Page:Jubilee Book of Cricket (Second edition, 1897).djvu/365

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four colleges jointly, but at first for practice only. Hence two or three college matches were generally being played on "The Piece" every afternoon; and it may be added that even the University played its Rugby football there: "Association" was hardly known in those days. There also haunted "The Piece" a class, which has perhaps died out, of rather seedy-looking professionals, provided with bat, ball, and stumps—no net—ready and anxious to bowl to any passer-by for a casual shilling; and often was he who journeyed up to Fenner's for athletics invited to stop and "'Ave a few balls," if a specially bright and warm day accidentally appeared during the rigours of a Cambridge March.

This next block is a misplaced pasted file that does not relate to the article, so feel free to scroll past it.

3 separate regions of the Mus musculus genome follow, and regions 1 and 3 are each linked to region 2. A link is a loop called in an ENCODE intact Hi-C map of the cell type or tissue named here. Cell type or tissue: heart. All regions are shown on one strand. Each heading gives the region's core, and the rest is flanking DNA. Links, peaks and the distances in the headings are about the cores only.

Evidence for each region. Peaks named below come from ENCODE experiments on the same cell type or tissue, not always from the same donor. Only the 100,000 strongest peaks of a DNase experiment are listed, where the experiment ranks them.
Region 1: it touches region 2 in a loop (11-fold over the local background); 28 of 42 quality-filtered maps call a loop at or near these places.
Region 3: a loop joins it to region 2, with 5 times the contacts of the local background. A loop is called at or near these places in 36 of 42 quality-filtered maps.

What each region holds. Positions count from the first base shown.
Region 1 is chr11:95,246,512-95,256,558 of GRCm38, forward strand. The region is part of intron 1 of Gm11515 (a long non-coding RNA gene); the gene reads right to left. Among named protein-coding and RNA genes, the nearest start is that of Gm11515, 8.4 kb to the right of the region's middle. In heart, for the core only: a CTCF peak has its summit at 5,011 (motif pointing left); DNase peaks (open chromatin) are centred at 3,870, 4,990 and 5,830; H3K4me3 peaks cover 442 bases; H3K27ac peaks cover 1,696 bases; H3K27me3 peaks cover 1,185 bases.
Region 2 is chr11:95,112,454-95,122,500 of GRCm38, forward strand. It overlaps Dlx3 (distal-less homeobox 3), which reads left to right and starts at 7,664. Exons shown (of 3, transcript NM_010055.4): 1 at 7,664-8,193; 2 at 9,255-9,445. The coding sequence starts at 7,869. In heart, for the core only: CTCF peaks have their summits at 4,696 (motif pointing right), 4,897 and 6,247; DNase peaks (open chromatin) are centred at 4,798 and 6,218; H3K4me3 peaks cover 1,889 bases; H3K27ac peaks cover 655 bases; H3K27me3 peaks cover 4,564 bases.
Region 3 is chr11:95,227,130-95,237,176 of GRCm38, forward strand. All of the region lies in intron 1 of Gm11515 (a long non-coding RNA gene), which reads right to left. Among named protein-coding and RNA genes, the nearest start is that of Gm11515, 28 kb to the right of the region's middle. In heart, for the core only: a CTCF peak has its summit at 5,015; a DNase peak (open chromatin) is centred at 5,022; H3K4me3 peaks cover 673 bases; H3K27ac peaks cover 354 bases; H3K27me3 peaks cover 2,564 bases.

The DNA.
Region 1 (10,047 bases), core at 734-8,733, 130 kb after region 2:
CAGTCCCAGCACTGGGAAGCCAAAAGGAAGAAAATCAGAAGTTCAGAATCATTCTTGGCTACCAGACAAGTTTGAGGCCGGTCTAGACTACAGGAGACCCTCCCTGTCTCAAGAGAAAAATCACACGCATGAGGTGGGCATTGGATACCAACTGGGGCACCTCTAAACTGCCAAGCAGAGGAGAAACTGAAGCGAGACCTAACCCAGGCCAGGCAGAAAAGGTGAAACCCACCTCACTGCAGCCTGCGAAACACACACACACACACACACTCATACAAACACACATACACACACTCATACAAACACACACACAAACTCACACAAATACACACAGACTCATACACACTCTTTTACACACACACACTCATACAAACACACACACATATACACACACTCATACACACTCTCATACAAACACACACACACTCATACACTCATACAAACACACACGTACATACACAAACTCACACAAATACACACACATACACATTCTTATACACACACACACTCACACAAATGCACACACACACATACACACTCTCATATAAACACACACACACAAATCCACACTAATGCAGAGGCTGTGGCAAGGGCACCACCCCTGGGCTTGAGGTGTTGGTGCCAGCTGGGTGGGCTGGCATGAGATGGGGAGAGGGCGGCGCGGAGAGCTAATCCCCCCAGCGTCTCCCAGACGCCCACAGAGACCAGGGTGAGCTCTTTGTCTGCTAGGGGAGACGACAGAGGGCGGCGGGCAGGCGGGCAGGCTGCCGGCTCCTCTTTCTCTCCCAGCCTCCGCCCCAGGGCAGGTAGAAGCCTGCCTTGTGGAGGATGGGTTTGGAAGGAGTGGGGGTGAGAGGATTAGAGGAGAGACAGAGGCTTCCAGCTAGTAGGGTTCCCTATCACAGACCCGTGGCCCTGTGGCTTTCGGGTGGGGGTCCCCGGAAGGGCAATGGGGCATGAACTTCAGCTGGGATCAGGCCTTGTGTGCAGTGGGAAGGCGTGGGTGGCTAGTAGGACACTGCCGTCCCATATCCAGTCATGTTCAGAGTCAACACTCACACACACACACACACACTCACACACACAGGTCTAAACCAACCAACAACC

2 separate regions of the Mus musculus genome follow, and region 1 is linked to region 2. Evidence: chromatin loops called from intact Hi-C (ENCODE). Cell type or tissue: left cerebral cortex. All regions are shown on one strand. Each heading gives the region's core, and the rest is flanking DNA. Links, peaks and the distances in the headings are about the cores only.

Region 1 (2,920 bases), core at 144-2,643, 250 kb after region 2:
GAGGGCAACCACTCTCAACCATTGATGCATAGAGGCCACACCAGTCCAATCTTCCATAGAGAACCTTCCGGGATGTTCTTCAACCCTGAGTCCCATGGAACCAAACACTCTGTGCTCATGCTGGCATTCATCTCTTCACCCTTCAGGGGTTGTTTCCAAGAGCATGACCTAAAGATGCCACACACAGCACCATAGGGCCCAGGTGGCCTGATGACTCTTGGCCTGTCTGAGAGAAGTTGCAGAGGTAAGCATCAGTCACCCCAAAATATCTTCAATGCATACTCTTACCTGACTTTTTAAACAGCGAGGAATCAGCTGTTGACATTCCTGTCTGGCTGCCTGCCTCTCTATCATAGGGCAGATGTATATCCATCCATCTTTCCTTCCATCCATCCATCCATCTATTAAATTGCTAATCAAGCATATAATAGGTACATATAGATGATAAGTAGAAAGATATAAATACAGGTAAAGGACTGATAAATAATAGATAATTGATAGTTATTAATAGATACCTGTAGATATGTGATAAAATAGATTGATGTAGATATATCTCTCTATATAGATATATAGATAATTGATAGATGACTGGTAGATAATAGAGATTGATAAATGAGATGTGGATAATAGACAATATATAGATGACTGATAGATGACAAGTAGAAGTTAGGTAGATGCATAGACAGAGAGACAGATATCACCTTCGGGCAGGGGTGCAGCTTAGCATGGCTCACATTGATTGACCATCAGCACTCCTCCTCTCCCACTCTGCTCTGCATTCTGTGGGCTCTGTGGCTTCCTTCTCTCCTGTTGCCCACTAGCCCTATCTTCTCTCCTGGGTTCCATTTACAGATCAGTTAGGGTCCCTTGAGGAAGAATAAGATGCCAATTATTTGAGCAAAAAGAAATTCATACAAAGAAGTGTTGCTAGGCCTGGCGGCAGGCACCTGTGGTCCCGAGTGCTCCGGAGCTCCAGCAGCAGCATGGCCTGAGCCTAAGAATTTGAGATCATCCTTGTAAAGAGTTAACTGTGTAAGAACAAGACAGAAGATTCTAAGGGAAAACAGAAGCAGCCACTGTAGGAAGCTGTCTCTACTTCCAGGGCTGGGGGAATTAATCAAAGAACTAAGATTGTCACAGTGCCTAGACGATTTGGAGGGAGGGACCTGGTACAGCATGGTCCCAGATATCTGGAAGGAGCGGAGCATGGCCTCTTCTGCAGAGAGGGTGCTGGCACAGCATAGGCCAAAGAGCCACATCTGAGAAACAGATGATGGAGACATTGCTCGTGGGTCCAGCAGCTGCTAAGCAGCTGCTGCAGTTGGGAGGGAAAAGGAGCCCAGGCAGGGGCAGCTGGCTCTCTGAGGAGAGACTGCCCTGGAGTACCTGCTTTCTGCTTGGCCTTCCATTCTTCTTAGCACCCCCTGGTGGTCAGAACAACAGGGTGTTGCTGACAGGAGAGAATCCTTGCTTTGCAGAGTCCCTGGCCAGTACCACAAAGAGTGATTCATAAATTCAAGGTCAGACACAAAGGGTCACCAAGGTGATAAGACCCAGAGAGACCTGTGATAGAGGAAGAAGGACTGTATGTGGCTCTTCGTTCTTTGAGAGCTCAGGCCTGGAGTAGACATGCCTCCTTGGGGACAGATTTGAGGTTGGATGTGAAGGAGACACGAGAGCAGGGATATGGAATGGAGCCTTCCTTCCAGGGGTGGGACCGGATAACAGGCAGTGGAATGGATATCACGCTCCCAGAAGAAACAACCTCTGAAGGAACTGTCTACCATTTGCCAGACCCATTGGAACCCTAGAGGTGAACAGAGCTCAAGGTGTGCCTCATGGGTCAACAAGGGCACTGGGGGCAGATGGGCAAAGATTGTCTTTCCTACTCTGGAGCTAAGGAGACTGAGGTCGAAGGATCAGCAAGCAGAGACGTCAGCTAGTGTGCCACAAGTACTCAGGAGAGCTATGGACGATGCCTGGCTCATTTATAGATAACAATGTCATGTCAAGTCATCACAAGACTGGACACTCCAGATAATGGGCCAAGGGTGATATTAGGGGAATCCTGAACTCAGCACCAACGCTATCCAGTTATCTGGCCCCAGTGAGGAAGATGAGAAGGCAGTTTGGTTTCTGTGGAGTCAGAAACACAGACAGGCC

Of the grounds belonging to the various colleges only a few words need be said. They are grouped at the rear of "The Backs," and a very pleasant afternoon may be spent in strolling from ground to ground, watching the play and chatting with one's friends. The Trinity and St John's grounds are good enough for any county match, with ample room, good wickets, and comfortable pavilions. Jesus has a pretty little ground, overlooked by one of the courts of the college, and hence the most convenient ground, from a Jesus man's point of view, in Cambridge. Of the other college grounds it need only be said that they are all well kept, that each has its own professional or professionals, and that two or more of the smaller colleges often combine to support a ground which would be too large or too expensive for them individually. At Fenner's—the name still sticks to the ground—are engaged some dozen professionals, many of them the pick of the bowling talent of England; and on a fine day the long row of nets is fully occupied, while the "fags" in the out-field have their hands full indeed. In regard to Cambridge cricket, it used to be considered that the excellence of Fenner's was really a disadvantage when the time came to meet Oxford at Lord's; for of Lord's it was said that "a man who can get runs at Lord's can get them anywhere." Certainly both "rib-roasters" and shooters were frequent at headquarters, and many a lion on the Cambridge lawn (we have to thank the Hon. R. H. Lyttelton for the phrase) has proved a veritable lamb when placed on a fiery Lord's wicket. Oxford were supposed to be more (less?) favoured, with a view to the great match, in having a wicket less like a billiard-table; but this may have only been a Cambridge canard. One thing is certain, that many men who scored freely and frequently at Cambridge failed to "come off" in the 'Varsity match. Now things are somewhat changed, and if a man fails to score at Lord's